whatsup gold perl script to monitor unix processes


D

Danny Jensen

I need to test if certain processes on a unix box were running. I
wanted to use whatsup gold to do the testing. First I needed to go to
the whatsup configure>monitors & services menu to add this tcp/ip port
1555 service with the folowing lines:

Send=psef /dj/myco/rf.monitor\r\n
Expect=~1

the psef above is a command that the unix server executes. The unix
box communicates back a 1 if the test is successful and a 0 if it is
not successful.
The server listens on 1555. I use my unix box as a network perl probe
to the rest of my network to run more complex tests.


Then I wrote this server to run on my unix box:
#!/opt/perl5/bin/perl -w
#================================================================
# program : whatsup server
# by : danny jensen
# date : 4/13/2002
#
use strict;
BEGIN { $ENV{PATH} = '/usr/bin:/bin' }
use IO::Socket;
use IO::Select;
use Carp;

my ($port, $lsock, $sock, $iaddr, $new, $name);
my ($select_sockets, $select_timeout, $line, $good_data);
my $in_line;

# -----------------------------------------
sub s100_psfind {
# ------------------------------------------
my (@psefout);
my $hpux_process;
my $outstr;
my $line;
$hpux_process=$_[0];
$outstr = `UNIX95= ps -eo args `;
#print $outstr;
@psefout=split("\n",$outstr); # easier to deal with array
foreach $line (@psefout) {
# print "line = $line\n";
if ( $line =~ /^$hpux_process/ ) {
return 1;
last;
}
}
return 0;
}

# -----------------------------------------
sub s150_processcommand {
# -----------------------------------------
my $commandline;
my (@cargs);
my $command;
my $arg;
my $stat;
my $smtp_cmd;
my $sock=$_[1];
$commandline=$_[0];
@cargs=split(/\s/,$commandline);
print "commandline = $commandline \n";
$command=$cargs[0];
my $smtp_status_file=$cargs[2];
my $smtp_server=$cargs[1];;
my $smtp_timer=$cargs[3];
my $smtp_to_addr=$cargs[4];
$arg=$cargs[1];
print "parsed cmd $command \n";
print "parsed arg $arg \n";
print "nexline\n";
if ( $command =~ /psef/ ) {
$stat=s100_psfind($arg);
print $sock "$stat\n";
print "inside psef \n";
}
elsif ( $command =~ /ping/ ) {
print "inside ping \n";
print $sock "1\n";
}
elsif ( $command =~ /smtptester/ ) {
print "inside smtptester";

my $smtp_status_file_path='/tmp/smtpstatus/' . $smtp_status_file;
print "looking for status file $smtp_status_file_path\n";
if ( -e ($smtp_status_file_path) ) {
print "found the status file \n";
print $sock "1\n";
}
else {
print $sock "0\n";
}
# launch test
$smtp_cmd="/opt/perl5/bin/perl /uv1/myco/PERL/smtptester
$smtp_server $smtp_status_file $smtp_timer $smtp_to_addr";
$stat=system($smtp_cmd);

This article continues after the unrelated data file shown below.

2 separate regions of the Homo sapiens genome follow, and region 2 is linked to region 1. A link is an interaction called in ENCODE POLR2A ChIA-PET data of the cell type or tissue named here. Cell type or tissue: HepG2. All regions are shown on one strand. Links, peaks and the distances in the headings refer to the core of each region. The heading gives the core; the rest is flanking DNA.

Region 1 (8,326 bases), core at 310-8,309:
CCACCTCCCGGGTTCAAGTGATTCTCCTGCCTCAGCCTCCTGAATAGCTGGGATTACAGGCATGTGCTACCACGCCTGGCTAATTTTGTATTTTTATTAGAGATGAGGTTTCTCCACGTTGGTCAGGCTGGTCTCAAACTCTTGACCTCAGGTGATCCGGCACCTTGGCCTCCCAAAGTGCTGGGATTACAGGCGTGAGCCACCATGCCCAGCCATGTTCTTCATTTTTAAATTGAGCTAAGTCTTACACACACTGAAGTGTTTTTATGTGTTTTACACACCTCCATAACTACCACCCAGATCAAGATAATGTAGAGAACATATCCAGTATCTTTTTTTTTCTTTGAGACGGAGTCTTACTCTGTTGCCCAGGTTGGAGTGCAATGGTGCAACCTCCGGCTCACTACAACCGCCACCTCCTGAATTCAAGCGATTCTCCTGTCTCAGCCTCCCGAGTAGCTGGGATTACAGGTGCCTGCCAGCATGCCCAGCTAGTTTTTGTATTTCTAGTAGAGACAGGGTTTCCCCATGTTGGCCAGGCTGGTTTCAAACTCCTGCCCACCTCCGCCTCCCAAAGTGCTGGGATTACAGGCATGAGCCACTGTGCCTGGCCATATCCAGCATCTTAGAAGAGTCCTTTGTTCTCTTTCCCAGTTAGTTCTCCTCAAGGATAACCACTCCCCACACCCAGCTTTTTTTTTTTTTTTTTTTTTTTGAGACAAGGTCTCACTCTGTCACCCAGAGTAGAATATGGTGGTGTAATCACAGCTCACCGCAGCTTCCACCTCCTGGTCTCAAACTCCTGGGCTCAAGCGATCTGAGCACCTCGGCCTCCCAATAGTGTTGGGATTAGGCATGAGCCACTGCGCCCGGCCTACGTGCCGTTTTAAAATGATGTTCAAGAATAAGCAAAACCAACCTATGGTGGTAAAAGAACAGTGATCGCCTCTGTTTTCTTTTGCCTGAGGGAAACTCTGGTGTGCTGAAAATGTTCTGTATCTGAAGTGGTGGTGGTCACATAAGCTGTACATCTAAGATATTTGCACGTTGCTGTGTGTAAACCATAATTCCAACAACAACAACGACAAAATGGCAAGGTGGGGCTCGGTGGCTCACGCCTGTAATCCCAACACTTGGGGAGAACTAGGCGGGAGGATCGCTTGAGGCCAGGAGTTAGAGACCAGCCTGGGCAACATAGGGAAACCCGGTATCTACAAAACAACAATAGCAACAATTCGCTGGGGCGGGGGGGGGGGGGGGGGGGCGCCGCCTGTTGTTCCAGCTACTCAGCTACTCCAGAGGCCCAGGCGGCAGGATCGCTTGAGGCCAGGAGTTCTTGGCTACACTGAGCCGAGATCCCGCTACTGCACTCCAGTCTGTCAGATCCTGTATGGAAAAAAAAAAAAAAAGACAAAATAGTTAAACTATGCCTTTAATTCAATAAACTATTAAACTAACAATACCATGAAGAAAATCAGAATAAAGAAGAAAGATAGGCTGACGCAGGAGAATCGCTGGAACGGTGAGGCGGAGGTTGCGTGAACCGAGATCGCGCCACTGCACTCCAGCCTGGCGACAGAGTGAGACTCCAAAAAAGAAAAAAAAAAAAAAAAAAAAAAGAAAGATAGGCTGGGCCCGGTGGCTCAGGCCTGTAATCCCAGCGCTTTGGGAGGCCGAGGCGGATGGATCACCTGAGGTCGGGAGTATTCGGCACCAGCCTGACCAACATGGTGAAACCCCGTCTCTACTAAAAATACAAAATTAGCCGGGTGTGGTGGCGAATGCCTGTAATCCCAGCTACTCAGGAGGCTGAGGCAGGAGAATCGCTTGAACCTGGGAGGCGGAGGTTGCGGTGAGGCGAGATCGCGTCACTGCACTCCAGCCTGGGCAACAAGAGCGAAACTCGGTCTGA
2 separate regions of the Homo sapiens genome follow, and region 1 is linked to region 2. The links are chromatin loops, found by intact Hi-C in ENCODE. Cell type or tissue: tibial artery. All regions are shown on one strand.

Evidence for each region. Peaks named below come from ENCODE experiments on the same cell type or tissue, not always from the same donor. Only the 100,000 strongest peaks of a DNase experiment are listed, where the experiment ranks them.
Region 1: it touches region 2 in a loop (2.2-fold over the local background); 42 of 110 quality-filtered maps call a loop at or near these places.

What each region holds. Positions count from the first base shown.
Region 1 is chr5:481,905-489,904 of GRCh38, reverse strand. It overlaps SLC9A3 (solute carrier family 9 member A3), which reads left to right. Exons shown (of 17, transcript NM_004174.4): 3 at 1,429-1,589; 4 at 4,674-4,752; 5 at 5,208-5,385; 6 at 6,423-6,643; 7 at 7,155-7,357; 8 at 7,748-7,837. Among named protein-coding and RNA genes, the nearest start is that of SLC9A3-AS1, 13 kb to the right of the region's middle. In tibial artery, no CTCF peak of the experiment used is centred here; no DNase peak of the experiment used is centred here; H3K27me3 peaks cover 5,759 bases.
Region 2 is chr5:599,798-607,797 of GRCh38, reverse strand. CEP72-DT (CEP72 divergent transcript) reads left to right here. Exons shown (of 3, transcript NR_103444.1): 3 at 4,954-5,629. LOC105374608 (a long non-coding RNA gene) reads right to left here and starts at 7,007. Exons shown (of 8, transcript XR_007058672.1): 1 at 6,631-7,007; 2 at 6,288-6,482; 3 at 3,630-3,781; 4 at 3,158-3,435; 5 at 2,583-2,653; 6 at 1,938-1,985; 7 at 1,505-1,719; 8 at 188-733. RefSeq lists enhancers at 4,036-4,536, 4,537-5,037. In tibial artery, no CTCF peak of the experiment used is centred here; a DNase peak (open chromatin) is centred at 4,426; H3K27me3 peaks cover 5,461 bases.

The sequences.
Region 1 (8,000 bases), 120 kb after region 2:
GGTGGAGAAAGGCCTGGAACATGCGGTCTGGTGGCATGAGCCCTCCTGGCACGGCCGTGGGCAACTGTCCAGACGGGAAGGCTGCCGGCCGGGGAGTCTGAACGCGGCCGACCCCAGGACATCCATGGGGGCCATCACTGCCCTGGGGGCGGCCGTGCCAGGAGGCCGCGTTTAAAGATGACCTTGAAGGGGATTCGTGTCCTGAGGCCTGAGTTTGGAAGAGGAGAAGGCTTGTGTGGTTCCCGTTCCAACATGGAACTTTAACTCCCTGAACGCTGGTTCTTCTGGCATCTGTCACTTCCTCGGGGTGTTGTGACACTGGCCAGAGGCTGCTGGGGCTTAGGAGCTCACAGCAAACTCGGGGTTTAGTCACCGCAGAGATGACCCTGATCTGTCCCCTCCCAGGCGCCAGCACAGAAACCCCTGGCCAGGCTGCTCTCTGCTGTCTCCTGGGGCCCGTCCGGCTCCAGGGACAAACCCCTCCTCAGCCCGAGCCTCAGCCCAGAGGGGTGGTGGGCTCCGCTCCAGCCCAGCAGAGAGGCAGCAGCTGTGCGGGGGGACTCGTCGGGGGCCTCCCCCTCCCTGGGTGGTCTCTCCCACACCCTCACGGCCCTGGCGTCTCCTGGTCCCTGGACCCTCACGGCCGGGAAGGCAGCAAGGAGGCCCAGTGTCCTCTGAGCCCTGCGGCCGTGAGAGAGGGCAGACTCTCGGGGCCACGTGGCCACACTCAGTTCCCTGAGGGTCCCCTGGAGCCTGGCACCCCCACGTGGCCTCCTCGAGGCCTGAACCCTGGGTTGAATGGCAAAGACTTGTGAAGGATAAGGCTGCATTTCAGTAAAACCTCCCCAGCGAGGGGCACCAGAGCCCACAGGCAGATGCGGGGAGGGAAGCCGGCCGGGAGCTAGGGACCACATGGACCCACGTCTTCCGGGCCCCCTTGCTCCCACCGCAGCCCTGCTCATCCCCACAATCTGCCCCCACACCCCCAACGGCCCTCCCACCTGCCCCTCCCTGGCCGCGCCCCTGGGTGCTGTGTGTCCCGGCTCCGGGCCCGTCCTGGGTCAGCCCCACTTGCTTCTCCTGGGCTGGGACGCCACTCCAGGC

}

return;
}


# -----------------------------------------
# Subroutine for fancy output.
# -----------------------------------------
sub logmsg { print "$0 $$: @_ at ", scalar localtime, "\n" }

# -----------------------------------------
# Create listen socket
# -----------------------------------------
$port = shift || 1555;
$lsock = IO::Socket::INET->new(Listen => 5,
Reuse => SO_REUSEADDR,
Type => SOCK_STREAM,
LocalPort => $port,
Proto => 'tcp');

logmsg "server started on port $port";

# ---------------------------------------------------------
# Add the listen socket to those being monitored by "select"
# ---------------------------------------------------------
$select_sockets = IO::Select->new($lsock);

$select_timeout = '2'; # Poll every 2 seconds

#$sock;
my @ready = ();

while('1') { # Go into forever loop
#-----------------------------------------
# See if any sockets have data to be read.
#-----------------------------------------
@ready = $select_sockets->can_read($select_timeout);
foreach $sock ( @ready) {
$sock->autoflush();
# print "after auto flush \n";

# ---------------------------------------------------
# See if readable socket is the listen socket and if
# is then accept the new connection and add that socket
# to the "select" list.
# ---------------------------------------------------
if ( $sock == $lsock ) {
print "sock e lsock \n";
$new = $lsock->accept();
$select_sockets->add($new);
$iaddr = $new->peeraddr();
$port = $new->peerport();
$name = gethostbyaddr($iaddr, AF_INET);
# logmsg "Connection established with $name [",
# inet_ntoa($iaddr), "] at port $port";
print $lsock "OK\n";
} else {
# ---------------------------------------------------
# Otherwise a client connection is readable. Read what
# they sent and send them back some stuff. For now
# just remove the client from the select list and close
# the socket. Could leave it open if we want to have
# a more extended conversation with them.
# ---------------------------------------------------
$iaddr = $sock->peeraddr();
$port = $sock->peerport();
$name = gethostbyaddr($iaddr, AF_INET);
$line = undef;
$in_line = undef;
# print $sock "OK\n";
# $sock->recv($line,80);
$line=$sock->getline;
print "this is the line = $line \n";
s150_processcommand($line,$sock);
# logmsg "$name [", inet_ntoa($iaddr),
# "] at port $port sends: $line";
# print $sock "Hello there, $name, it's now ",
# scalar localtime, "\n";
# print $sock "DONE \n";
$select_sockets->remove($sock);
$sock->close();

# ---------------------------------------------------
# This is just a cleanup trap in case the socket is
# closed on the client side. If it is it will "select"
# as readable but there will be no data.
# ---------------------------------------------------
# unless( defined($good_data) ) {
# $select_sockets->remove($sock);
# $sock->close();
# }

}
}
}
 
Ad

Advertisements


Ask a Question

Want to reply to this thread or ask your own question?

You'll need to choose a username for the site, which only take a couple of moments. After that, you can post your question and our members will help you out.

Ask a Question

Top